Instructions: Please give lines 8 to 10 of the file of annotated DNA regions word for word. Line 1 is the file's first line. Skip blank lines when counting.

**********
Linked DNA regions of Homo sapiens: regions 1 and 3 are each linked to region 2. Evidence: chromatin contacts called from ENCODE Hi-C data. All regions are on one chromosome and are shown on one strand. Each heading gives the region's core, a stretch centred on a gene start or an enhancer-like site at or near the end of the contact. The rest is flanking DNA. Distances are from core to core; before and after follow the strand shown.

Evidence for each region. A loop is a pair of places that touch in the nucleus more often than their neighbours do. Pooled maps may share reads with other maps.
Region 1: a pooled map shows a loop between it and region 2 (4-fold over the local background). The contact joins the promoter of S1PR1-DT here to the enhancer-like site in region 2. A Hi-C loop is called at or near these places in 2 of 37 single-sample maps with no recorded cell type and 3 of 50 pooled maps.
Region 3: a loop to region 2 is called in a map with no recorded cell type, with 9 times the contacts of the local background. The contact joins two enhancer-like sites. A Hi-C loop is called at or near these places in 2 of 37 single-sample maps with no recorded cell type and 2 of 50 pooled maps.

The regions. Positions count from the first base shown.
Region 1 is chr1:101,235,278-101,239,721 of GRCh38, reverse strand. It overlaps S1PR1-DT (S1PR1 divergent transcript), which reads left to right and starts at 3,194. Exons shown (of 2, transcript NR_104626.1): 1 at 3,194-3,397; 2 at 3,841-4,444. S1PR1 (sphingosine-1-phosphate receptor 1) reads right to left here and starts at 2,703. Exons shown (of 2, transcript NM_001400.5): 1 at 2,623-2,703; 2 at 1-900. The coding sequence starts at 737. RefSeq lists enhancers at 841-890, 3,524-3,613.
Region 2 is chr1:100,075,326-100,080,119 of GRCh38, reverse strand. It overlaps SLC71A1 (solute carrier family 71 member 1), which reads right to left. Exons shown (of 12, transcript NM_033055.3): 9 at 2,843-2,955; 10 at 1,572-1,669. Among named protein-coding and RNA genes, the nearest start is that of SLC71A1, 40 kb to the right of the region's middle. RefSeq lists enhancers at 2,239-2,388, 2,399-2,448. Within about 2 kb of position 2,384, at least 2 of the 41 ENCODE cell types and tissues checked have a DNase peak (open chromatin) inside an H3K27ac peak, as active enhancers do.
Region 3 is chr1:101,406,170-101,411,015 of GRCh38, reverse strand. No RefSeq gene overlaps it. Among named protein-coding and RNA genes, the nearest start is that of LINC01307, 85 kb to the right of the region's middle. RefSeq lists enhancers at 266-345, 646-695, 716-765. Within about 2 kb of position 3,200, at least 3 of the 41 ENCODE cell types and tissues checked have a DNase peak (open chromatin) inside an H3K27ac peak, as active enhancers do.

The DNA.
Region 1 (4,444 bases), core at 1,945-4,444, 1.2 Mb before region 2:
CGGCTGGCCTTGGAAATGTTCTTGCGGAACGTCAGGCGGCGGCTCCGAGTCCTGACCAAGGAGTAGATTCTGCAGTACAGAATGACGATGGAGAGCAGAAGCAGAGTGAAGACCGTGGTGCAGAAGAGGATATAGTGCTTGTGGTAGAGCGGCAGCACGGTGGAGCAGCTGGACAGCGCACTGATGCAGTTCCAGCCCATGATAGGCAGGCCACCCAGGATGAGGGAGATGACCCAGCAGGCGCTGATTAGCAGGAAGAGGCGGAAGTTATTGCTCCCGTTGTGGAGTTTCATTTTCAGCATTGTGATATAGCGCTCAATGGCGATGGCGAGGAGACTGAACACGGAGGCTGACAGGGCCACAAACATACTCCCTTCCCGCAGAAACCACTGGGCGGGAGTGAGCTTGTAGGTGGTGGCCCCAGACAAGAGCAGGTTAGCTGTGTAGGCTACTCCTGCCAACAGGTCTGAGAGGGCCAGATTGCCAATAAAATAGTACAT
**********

Region 3 is chr1:101,406,170-101,411,015 of GRCh38, reverse strand. No RefSeq gene overlaps it. Among named protein-coding and RNA genes, the nearest start is that of LINC01307, 85 kb to the right of the region's middle. RefSeq lists enhancers at 266-345, 646-695, 716-765. Within about 2 kb of position 3,200, at least 3 of the 41 ENCODE cell types and tissues checked have a DNase peak (open chromatin) inside an H3K27ac peak, as active enhancers do.

The DNA.
Region 1 (4,444 bases), core at 1,945-4,444, 1.2 Mb before region 2: